‘Empire’ Actress Accuses Police at USC of Racially Profiling Son

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Actress Taraji P. Henson and son Marcel Henson attend the screening of ‘From The Rough’ at ArcLight Cinemas on April 23, 2014, in Hollywood. (Credit: Jason Kempin/Getty Images)

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Actress Taraji Henson, star of the hit TV show “Empire,” recently said she does not plan to send her son to USC after he was racially profiled while touring the campus.

Actress Taraji P. Henson and son Marcel Henson attend the screening of 'From The Rough' at ArcLight Cinemas on April 23, 2014, in Hollywood. (Credit: Jason Kempin/Getty Images)
Actress Taraji P. Henson and son Marcel Henson attend the screening of 'From The Rough' at ArcLight Cinemas on April 23, 2014, in Hollywood. (Credit: Jason Kempin/Getty Images)

It was unclear when Marcel, Henson’s 20-year-old son, toured the University of Southern California, but it was one of multiple incidents of racial profiling he experienced in the L.A. area, she told Uptown Magazine in the February-March issue.   

“He’s at USC, the school that I was going to transfer him to, when police stopped him for having his hands in his pockets,” Henson stated. “So guess where he’s going? Howard University. I’m not paying $50,000 so I can’t sleep at night wondering, ‘is this the night my son is getting racially profiled on campus?’”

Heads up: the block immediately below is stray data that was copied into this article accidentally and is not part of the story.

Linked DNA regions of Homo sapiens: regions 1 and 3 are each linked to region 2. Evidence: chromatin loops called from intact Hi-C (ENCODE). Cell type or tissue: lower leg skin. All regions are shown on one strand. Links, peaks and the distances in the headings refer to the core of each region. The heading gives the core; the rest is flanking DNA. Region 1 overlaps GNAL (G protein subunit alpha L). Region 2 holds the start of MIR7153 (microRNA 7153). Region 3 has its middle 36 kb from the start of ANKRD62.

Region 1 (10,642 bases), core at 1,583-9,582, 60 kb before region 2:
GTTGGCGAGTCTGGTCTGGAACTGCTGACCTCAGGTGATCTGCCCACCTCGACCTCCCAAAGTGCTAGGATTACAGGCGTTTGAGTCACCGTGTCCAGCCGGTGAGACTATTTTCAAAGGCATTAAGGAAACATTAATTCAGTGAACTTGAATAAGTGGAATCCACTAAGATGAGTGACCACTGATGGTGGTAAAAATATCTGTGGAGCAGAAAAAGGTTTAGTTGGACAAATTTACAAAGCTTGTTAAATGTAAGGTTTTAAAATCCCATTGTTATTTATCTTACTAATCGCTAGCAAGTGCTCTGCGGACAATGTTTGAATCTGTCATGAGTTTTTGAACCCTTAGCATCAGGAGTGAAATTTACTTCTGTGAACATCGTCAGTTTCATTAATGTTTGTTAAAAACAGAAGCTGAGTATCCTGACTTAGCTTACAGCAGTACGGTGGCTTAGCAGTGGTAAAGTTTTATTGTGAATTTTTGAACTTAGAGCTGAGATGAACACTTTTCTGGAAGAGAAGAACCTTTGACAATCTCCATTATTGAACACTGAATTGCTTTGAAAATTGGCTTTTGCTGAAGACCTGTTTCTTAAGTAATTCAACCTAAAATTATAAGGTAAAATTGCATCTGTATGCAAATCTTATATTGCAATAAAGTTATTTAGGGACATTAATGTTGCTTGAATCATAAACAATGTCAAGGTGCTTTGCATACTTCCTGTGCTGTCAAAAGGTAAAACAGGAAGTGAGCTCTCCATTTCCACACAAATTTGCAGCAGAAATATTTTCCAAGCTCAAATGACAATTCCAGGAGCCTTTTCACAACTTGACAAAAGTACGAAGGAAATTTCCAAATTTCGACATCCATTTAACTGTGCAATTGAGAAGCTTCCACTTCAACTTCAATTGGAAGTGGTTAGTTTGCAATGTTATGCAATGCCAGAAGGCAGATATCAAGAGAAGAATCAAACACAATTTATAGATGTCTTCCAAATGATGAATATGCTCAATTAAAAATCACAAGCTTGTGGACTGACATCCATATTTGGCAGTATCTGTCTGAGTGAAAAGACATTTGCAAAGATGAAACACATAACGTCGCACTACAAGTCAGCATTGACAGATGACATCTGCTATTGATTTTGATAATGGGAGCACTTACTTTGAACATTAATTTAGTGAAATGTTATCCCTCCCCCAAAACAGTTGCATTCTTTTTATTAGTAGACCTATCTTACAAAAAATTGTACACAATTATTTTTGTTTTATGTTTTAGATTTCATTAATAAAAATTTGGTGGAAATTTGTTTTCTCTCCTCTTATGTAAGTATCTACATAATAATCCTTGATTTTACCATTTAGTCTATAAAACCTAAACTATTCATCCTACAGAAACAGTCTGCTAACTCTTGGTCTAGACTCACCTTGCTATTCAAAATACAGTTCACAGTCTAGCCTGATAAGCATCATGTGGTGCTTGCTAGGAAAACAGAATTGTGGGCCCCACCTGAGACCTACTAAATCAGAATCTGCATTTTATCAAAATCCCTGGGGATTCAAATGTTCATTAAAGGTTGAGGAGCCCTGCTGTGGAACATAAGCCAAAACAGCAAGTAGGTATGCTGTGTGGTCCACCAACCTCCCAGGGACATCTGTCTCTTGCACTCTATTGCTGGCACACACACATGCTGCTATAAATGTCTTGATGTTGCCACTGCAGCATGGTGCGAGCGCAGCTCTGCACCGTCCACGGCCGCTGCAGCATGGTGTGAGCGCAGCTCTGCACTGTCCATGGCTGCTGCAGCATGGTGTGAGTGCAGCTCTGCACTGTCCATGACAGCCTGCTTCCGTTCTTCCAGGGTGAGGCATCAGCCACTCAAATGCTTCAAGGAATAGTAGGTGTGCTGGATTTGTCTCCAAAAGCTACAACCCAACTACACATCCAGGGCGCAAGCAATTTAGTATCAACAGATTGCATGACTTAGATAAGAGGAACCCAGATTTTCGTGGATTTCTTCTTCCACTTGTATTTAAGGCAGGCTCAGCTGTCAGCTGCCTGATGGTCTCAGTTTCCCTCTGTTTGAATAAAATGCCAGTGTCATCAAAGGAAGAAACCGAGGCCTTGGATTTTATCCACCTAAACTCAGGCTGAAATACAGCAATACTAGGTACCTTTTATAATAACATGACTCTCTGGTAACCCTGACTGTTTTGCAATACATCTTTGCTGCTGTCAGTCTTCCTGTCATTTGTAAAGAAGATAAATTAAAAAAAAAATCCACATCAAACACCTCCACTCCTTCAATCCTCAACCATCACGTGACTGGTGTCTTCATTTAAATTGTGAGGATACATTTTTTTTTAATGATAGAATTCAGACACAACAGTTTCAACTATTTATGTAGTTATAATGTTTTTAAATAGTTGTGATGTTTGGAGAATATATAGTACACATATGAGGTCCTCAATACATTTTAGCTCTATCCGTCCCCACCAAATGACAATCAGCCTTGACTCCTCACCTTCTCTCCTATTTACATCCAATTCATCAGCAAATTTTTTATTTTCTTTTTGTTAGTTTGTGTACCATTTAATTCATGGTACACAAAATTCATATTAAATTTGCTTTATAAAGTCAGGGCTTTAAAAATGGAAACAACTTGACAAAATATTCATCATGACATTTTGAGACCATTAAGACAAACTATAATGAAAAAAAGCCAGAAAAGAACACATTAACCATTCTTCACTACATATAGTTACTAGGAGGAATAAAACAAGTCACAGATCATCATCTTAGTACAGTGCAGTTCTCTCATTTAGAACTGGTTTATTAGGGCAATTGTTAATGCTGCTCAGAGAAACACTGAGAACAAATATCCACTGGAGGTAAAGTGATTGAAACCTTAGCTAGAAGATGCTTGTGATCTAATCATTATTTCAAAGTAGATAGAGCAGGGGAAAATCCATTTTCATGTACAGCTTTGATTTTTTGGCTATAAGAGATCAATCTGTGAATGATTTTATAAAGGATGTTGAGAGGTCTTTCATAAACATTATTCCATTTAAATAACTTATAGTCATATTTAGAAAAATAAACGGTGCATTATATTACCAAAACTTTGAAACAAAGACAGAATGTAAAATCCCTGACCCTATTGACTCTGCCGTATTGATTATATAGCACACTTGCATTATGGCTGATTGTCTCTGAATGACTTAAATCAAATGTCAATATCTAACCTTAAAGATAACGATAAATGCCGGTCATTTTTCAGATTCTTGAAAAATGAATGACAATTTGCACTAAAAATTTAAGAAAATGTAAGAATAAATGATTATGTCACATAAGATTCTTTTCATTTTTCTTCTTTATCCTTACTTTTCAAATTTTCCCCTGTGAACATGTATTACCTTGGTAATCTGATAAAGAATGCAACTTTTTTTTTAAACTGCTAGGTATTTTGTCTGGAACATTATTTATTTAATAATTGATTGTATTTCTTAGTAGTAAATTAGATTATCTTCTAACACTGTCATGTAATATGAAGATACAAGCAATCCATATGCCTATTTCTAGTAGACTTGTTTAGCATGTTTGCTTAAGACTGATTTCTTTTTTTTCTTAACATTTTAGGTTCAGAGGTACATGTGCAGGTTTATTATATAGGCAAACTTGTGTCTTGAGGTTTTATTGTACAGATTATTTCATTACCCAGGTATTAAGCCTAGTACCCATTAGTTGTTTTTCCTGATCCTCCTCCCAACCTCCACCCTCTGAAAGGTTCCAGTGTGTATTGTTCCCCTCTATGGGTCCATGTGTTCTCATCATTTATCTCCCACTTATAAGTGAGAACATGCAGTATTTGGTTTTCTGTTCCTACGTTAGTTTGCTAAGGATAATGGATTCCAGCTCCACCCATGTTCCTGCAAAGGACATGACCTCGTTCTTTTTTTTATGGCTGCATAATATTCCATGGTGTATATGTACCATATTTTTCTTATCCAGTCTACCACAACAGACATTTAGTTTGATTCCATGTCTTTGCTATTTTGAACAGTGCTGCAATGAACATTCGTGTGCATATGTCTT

Howard University, where Henson graduated, is a historically black, private university in Washington, D.C.

USC’s executive director of public safety was “deeply disturbed” to read news reports about the alleged racial profiling, and encouraged such incidents to be reported.

"I would like to look into this matter further and better understand who was involved and what took place,” John Thomas, executive director and chief of USC Department of Public Safety, said in an email statement. “As someone who personally experienced racial profiling as a teenager, I have a stake in learning more about this incident and doing all I can to reach a just resolution."

It was unclear which police department was involved in the incident, Thomas added.

“Any allegation of bias or unequal treatment by university officers would trigger an investigation that I would supervise along with the university’s Office of Equity and Diversity. It is my expectation and that of the university that our department uphold the highest standards of constitutional policing, affording equal rights and respect to all persons,” he said.

Prior to the alleged USC incident, Henson said her son was racially profiled when he was pulled over in Glendale.

“(Marcel) did exactly everything the cops told him to do, including letting them illegally search his car. It was bogus because they didn’t give him the ticket for what he was pulled over for,” Henson told the magazine.

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